A defensive strategy based on issuing special stock that is used to deter aggressors in corporate takeover attempts.
The poison pill is a defensive strategy used against corporate takeovers. Popularly known as corporate raiding, takeovers are hostile mergers intended to acquire a corporation. A takeover begins when a so-called aggressor tries to buy sufficient stock in another corporation, known as the target, to seize control of it. Target corporations use a wide range of legal options to deter takeovers, among which is the poison pill: a change in the company's stock plan or financial condition that is intended to make the corporation unattractive to the buyer. Despite its fanciful name, the poison pill does not destroy the target company. It is intended to affect the aggressor, which will be burdened with costs if it succeeds in its takeover. The strategy was widely adopted in the 1980s.
The poison pill is unique among anti-takeover strategies. At the simplest level, takeovers are about buying stock. Corporate raiders offer shareholders an inflated price for their shares. They try to buy the company for more than its stock is worth. Although this idea seems paradoxical, raiders can reap profits from their overpriced acquisition by selling off its divisions and assets. Some anti-takeover strategies try to deter the aggressor by selling off prize assets first, making a counter offer to shareholders, or stipulating that the current executives will receive huge payoffs after a takeover when they are fired. These strategies can injure the company or simply benefit executives. But the poison pill involves a kind of doomsday scenario for the aggressor. If the takeover is successful, it will end up paying enormous dividends to the company's current stockholders.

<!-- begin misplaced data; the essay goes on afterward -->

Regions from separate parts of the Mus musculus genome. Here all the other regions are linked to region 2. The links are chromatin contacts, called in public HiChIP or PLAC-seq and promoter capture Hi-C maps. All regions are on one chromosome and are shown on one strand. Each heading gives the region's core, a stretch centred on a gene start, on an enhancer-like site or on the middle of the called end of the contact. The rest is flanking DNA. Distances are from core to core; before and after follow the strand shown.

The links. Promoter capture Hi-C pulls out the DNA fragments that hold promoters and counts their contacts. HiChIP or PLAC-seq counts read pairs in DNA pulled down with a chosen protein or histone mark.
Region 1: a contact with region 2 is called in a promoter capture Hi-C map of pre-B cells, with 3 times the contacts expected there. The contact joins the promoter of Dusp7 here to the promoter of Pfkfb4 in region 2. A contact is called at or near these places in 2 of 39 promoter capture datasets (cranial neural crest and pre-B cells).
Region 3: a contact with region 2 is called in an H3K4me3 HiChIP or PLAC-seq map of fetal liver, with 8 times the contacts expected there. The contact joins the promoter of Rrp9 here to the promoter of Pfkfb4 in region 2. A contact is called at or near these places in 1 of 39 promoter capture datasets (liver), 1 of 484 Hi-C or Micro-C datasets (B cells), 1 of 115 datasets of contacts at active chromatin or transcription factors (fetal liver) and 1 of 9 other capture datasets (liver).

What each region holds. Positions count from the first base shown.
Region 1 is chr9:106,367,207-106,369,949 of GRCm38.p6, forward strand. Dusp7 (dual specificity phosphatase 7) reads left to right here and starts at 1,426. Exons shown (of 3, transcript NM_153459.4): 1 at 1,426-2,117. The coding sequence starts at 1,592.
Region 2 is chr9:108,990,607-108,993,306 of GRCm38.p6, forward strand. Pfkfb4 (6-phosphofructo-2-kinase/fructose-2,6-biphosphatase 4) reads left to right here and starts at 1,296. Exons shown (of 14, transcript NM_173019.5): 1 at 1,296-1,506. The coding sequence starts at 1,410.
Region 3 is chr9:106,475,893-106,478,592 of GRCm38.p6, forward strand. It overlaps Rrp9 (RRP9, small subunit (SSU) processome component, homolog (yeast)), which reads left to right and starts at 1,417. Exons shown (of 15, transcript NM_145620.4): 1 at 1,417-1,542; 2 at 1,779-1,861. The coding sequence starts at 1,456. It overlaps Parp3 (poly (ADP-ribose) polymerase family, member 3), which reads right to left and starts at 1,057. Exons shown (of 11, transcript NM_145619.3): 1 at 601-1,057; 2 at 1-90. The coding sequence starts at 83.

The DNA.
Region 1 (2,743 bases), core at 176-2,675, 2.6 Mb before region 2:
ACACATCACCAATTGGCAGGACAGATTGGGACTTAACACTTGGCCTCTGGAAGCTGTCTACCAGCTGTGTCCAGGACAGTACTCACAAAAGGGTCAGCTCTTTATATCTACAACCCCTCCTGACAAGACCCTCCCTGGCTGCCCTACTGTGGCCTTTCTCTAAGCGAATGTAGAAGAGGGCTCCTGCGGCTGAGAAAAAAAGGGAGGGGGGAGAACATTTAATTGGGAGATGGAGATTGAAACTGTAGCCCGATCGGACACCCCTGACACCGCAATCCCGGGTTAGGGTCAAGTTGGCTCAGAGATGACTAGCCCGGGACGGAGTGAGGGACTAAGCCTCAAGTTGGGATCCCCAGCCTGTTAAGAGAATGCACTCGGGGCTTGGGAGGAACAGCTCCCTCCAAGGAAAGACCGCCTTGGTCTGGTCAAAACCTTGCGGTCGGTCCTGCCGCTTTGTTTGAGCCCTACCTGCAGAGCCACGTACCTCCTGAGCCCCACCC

Essential to the use of such a strategy is that it is first established in the corporation's charter. Among other details, these charters specify shareholders' rights. They specify that companies can issue preferred stock—shares that give special dividends, or payments—to their holders. When a takeover bid begins, the company's board of directors issues this preferred stock to its current shareholders. The stock is essentially worthless and is intended to scare away the aggressor. If the takeover succeeds, the stock becomes quite valuable. It can then be redeemed for a very good price or it can be converted into stock of the new controlling company—namely, the aggressor's. Both scenarios leave the aggressor with the choice of either buying the stock at a high price or paying huge dividends on it. This is the pill's poison.
Poison pill defenses are popular but somewhat controversial. The majority of large U.S. companies had adopted them by the 1990s. Part of this popularity comes from their effectiveness in delaying a corporate takeover, during which time a target company may marshal other defenses as well. Another reason is that courts have upheld their legality. One of the first important cases in this area reached the Delaware courts in 1985 (Moran v. Household International, Inc., 500 A.2d 1346). However, some critics have argued that the strategy gives company directors power at the expense of shareholders. They maintain that it can limit shareholders' wealth by thwarting potentially beneficial takeovers and allowing bad corporate managers to entrench themselves. In the 1990s such arguments spurred some investors to attempt to repeal poison pill provisions in corporate charters.